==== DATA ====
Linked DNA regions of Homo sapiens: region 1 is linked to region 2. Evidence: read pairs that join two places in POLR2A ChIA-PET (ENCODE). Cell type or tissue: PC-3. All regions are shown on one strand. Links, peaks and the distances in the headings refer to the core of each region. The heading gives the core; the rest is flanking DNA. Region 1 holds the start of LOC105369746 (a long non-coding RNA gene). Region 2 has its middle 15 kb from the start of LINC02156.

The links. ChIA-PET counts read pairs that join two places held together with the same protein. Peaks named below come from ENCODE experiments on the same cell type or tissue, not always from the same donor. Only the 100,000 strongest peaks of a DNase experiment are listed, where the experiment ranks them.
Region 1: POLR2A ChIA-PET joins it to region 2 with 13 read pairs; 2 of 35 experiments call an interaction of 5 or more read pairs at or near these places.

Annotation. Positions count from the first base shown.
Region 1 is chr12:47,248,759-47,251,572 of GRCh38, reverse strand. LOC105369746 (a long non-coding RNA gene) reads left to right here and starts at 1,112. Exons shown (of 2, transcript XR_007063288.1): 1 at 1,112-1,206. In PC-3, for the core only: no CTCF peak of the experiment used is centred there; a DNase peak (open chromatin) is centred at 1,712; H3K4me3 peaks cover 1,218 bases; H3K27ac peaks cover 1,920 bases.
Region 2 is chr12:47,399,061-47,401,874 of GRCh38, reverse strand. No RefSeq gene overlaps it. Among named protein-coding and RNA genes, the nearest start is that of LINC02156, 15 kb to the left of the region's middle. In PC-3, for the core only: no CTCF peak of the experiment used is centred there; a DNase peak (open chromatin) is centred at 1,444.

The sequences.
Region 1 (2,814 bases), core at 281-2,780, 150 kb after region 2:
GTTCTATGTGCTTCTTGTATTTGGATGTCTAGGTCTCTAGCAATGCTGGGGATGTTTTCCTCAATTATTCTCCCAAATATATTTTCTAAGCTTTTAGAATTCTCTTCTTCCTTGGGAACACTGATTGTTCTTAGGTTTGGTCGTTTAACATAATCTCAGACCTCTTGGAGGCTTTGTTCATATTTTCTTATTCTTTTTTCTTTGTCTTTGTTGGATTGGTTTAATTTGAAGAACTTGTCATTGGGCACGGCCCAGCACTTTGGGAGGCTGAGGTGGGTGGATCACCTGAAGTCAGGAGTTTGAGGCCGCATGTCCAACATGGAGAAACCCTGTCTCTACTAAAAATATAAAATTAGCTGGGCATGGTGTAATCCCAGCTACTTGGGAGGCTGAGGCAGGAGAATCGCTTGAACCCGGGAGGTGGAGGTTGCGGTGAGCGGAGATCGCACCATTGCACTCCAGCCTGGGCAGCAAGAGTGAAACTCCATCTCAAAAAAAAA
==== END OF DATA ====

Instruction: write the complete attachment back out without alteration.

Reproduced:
Linked DNA regions of Homo sapiens: region 1 is linked to region 2. Evidence: read pairs that join two places in POLR2A ChIA-PET (ENCODE). Cell type or tissue: PC-3. All regions are shown on one strand. Links, peaks and the distances in the headings refer to the core of each region. The heading gives the core; the rest is flanking DNA. Region 1 holds the start of LOC105369746 (a long non-coding RNA gene). Region 2 has its middle 15 kb from the start of LINC02156.

The links. ChIA-PET counts read pairs that join two places held together with the same protein. Peaks named below come from ENCODE experiments on the same cell type or tissue, not always from the same donor. Only the 100,000 strongest peaks of a DNase experiment are listed, where the experiment ranks them.
Region 1: POLR2A ChIA-PET joins it to region 2 with 13 read pairs; 2 of 35 experiments call an interaction of 5 or more read pairs at or near these places.

Annotation. Positions count from the first base shown.
Region 1 is chr12:47,248,759-47,251,572 of GRCh38, reverse strand. LOC105369746 (a long non-coding RNA gene) reads left to right here and starts at 1,112. Exons shown (of 2, transcript XR_007063288.1): 1 at 1,112-1,206. In PC-3, for the core only: no CTCF peak of the experiment used is centred there; a DNase peak (open chromatin) is centred at 1,712; H3K4me3 peaks cover 1,218 bases; H3K27ac peaks cover 1,920 bases.
Region 2 is chr12:47,399,061-47,401,874 of GRCh38, reverse strand. No RefSeq gene overlaps it. Among named protein-coding and RNA genes, the nearest start is that of LINC02156, 15 kb to the left of the region's middle. In PC-3, for the core only: no CTCF peak of the experiment used is centred there; a DNase peak (open chromatin) is centred at 1,444.

The sequences.
Region 1 (2,814 bases), core at 281-2,780, 150 kb after region 2:
GTTCTATGTGCTTCTTGTATTTGGATGTCTAGGTCTCTAGCAATGCTGGGGATGTTTTCCTCAATTATTCTCCCAAATATATTTTCTAAGCTTTTAGAATTCTCTTCTTCCTTGGGAACACTGATTGTTCTTAGGTTTGGTCGTTTAACATAATCTCAGACCTCTTGGAGGCTTTGTTCATATTTTCTTATTCTTTTTTCTTTGTCTTTGTTGGATTGGTTTAATTTGAAGAACTTGTCATTGGGCACGGCCCAGCACTTTGGGAGGCTGAGGTGGGTGGATCACCTGAAGTCAGGAGTTTGAGGCCGCATGTCCAACATGGAGAAACCCTGTCTCTACTAAAAATATAAAATTAGCTGGGCATGGTGTAATCCCAGCTACTTGGGAGGCTGAGGCAGGAGAATCGCTTGAACCCGGGAGGTGGAGGTTGCGGTGAGCGGAGATCGCACCATTGCACTCCAGCCTGGGCAGCAAGAGTGAAACTCCATCTCAAAAAAAAA